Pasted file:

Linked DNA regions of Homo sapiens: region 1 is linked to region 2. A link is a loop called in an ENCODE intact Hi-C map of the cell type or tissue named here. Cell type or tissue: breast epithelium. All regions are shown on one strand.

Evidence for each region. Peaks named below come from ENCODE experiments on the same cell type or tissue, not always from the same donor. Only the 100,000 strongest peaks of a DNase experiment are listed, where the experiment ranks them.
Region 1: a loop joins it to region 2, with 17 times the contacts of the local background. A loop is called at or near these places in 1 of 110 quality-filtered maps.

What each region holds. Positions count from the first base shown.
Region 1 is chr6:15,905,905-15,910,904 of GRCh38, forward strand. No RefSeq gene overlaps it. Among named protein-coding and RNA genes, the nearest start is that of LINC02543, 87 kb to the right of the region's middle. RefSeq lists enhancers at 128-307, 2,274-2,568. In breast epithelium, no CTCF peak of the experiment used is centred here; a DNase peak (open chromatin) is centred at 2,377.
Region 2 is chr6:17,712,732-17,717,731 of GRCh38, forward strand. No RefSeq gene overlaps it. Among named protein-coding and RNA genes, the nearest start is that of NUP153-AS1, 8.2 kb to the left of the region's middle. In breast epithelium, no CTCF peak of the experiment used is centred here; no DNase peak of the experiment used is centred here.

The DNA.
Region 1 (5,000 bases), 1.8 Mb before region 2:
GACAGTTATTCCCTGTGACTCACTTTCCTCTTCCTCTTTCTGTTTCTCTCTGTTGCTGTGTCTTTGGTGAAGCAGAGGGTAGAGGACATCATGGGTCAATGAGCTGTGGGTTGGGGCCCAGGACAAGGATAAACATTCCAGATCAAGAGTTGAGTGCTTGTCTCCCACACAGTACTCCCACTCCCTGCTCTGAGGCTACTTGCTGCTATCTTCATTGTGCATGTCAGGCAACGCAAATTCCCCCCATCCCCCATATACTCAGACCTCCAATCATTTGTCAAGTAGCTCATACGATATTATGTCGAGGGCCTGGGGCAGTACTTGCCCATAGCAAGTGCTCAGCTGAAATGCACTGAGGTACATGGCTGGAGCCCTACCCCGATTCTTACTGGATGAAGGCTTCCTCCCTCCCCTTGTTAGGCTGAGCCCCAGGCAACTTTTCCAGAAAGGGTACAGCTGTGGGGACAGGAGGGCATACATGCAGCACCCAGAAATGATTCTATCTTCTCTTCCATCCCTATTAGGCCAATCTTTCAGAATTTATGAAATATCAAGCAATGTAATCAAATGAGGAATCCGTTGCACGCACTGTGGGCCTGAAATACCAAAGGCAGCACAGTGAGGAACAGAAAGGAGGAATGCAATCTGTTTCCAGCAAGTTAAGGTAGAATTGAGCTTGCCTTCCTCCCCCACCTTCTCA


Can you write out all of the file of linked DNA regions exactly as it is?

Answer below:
Linked DNA regions of Homo sapiens: region 1 is linked to region 2. A link is a loop called in an ENCODE intact Hi-C map of the cell type or tissue named here. Cell type or tissue: breast epithelium. All regions are shown on one strand.

Evidence for each region. Peaks named below come from ENCODE experiments on the same cell type or tissue, not always from the same donor. Only the 100,000 strongest peaks of a DNase experiment are listed, where the experiment ranks them.
Region 1: a loop joins it to region 2, with 17 times the contacts of the local background. A loop is called at or near these places in 1 of 110 quality-filtered maps.

What each region holds. Positions count from the first base shown.
Region 1 is chr6:15,905,905-15,910,904 of GRCh38, forward strand. No RefSeq gene overlaps it. Among named protein-coding and RNA genes, the nearest start is that of LINC02543, 87 kb to the right of the region's middle. RefSeq lists enhancers at 128-307, 2,274-2,568. In breast epithelium, no CTCF peak of the experiment used is centred here; a DNase peak (open chromatin) is centred at 2,377.
Region 2 is chr6:17,712,732-17,717,731 of GRCh38, forward strand. No RefSeq gene overlaps it. Among named protein-coding and RNA genes, the nearest start is that of NUP153-AS1, 8.2 kb to the left of the region's middle. In breast epithelium, no CTCF peak of the experiment used is centred here; no DNase peak of the experiment used is centred here.

The DNA.
Region 1 (5,000 bases), 1.8 Mb before region 2:
GACAGTTATTCCCTGTGACTCACTTTCCTCTTCCTCTTTCTGTTTCTCTCTGTTGCTGTGTCTTTGGTGAAGCAGAGGGTAGAGGACATCATGGGTCAATGAGCTGTGGGTTGGGGCCCAGGACAAGGATAAACATTCCAGATCAAGAGTTGAGTGCTTGTCTCCCACACAGTACTCCCACTCCCTGCTCTGAGGCTACTTGCTGCTATCTTCATTGTGCATGTCAGGCAACGCAAATTCCCCCCATCCCCCATATACTCAGACCTCCAATCATTTGTCAAGTAGCTCATACGATATTATGTCGAGGGCCTGGGGCAGTACTTGCCCATAGCAAGTGCTCAGCTGAAATGCACTGAGGTACATGGCTGGAGCCCTACCCCGATTCTTACTGGATGAAGGCTTCCTCCCTCCCCTTGTTAGGCTGAGCCCCAGGCAACTTTTCCAGAAAGGGTACAGCTGTGGGGACAGGAGGGCATACATGCAGCACCCAGAAATGATTCTATCTTCTCTTCCATCCCTATTAGGCCAATCTTTCAGAATTTATGAAATATCAAGCAATGTAATCAAATGAGGAATCCGTTGCACGCACTGTGGGCCTGAAATACCAAAGGCAGCACAGTGAGGAACAGAAAGGAGGAATGCAATCTGTTTCCAGCAAGTTAAGGTAGAATTGAGCTTGCCTTCCTCCCCCACCTTCTCA